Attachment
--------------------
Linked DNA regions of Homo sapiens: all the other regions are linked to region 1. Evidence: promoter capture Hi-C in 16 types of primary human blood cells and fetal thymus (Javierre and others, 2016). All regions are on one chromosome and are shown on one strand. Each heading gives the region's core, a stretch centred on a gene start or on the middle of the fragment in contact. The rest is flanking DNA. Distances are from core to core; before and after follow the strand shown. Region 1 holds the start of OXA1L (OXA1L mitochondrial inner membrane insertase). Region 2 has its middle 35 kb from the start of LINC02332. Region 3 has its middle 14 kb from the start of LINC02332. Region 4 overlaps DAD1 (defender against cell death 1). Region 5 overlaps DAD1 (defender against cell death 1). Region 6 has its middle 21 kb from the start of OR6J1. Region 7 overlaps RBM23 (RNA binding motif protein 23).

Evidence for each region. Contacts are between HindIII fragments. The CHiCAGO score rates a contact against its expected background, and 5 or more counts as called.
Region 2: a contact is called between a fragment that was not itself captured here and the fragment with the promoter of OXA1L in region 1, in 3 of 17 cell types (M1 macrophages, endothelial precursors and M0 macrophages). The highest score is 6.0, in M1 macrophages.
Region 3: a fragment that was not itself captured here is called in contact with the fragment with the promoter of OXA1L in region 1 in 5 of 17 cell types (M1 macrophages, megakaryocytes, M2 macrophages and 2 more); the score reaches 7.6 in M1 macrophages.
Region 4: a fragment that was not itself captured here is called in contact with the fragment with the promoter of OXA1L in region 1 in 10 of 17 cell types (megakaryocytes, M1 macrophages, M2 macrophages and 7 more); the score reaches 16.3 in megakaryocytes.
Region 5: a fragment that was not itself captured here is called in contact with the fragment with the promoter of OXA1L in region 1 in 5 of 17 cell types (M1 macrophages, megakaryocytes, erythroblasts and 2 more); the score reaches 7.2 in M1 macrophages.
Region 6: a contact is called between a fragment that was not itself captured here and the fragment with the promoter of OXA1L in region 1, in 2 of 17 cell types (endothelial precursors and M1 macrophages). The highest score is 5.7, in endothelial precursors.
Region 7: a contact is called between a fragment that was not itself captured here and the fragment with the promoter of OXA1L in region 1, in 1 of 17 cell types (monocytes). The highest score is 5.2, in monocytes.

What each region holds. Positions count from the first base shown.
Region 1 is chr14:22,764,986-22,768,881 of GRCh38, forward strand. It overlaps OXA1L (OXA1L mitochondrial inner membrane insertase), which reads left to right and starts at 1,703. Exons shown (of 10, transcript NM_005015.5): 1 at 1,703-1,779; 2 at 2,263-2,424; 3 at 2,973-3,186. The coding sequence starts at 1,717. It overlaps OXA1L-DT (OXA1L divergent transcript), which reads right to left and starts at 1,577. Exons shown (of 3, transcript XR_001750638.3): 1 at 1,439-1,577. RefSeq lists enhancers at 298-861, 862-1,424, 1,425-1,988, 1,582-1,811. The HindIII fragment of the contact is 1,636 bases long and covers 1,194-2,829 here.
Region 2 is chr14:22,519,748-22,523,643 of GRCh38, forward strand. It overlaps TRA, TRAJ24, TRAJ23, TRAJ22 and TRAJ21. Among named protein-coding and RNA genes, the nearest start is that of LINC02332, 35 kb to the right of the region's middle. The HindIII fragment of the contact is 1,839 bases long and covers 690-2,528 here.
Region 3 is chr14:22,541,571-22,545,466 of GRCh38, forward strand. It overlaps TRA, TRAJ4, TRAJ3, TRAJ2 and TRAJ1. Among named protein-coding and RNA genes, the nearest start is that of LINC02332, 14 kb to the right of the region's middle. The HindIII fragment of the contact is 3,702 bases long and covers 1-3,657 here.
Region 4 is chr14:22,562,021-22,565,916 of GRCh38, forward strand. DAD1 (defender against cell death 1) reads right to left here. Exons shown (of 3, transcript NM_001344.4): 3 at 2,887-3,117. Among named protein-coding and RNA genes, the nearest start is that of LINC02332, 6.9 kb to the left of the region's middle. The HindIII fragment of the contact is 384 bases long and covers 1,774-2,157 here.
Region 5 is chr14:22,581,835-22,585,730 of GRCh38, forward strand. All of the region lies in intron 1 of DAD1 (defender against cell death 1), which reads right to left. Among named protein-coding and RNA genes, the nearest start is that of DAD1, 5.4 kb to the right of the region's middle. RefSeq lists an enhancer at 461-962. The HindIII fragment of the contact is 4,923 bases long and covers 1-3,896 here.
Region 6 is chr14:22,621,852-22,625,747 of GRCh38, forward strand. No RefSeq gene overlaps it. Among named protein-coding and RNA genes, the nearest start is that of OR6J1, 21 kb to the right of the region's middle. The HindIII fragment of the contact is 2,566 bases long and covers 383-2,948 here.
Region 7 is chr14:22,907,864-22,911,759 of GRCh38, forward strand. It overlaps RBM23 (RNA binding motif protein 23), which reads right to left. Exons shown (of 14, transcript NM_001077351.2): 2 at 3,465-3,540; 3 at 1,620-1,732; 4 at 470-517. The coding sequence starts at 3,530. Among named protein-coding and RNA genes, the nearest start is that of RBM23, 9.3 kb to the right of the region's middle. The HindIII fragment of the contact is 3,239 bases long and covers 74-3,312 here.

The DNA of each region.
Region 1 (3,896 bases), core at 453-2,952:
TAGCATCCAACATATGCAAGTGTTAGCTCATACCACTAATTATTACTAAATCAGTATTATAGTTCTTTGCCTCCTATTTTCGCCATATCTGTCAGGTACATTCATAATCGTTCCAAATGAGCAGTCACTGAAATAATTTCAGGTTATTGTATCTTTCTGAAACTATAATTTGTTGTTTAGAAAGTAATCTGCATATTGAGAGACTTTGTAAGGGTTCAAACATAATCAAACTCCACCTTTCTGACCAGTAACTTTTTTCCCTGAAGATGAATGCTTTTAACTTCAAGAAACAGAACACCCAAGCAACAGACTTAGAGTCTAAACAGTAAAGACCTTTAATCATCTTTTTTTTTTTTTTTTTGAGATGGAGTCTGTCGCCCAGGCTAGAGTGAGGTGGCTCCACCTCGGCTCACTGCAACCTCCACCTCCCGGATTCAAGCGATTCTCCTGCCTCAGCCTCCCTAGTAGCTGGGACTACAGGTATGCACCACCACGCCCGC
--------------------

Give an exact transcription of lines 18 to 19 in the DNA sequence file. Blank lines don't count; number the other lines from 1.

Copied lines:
Region 1 (3,896 bases), core at 453-2,952:
TAGCATCCAACATATGCAAGTGTTAGCTCATACCACTAATTATTACTAAATCAGTATTATAGTTCTTTGCCTCCTATTTTCGCCATATCTGTCAGGTACATTCATAATCGTTCCAAATGAGCAGTCACTGAAATAATTTCAGGTTATTGTATCTTTCTGAAACTATAATTTGTTGTTTAGAAAGTAATCTGCATATTGAGAGACTTTGTAAGGGTTCAAACATAATCAAACTCCACCTTTCTGACCAGTAACTTTTTTCCCTGAAGATGAATGCTTTTAACTTCAAGAAACAGAACACCCAAGCAACAGACTTAGAGTCTAAACAGTAAAGACCTTTAATCATCTTTTTTTTTTTTTTTTTGAGATGGAGTCTGTCGCCCAGGCTAGAGTGAGGTGGCTCCACCTCGGCTCACTGCAACCTCCACCTCCCGGATTCAAGCGATTCTCCTGCCTCAGCCTCCCTAGTAGCTGGGACTACAGGTATGCACCACCACGCCCGC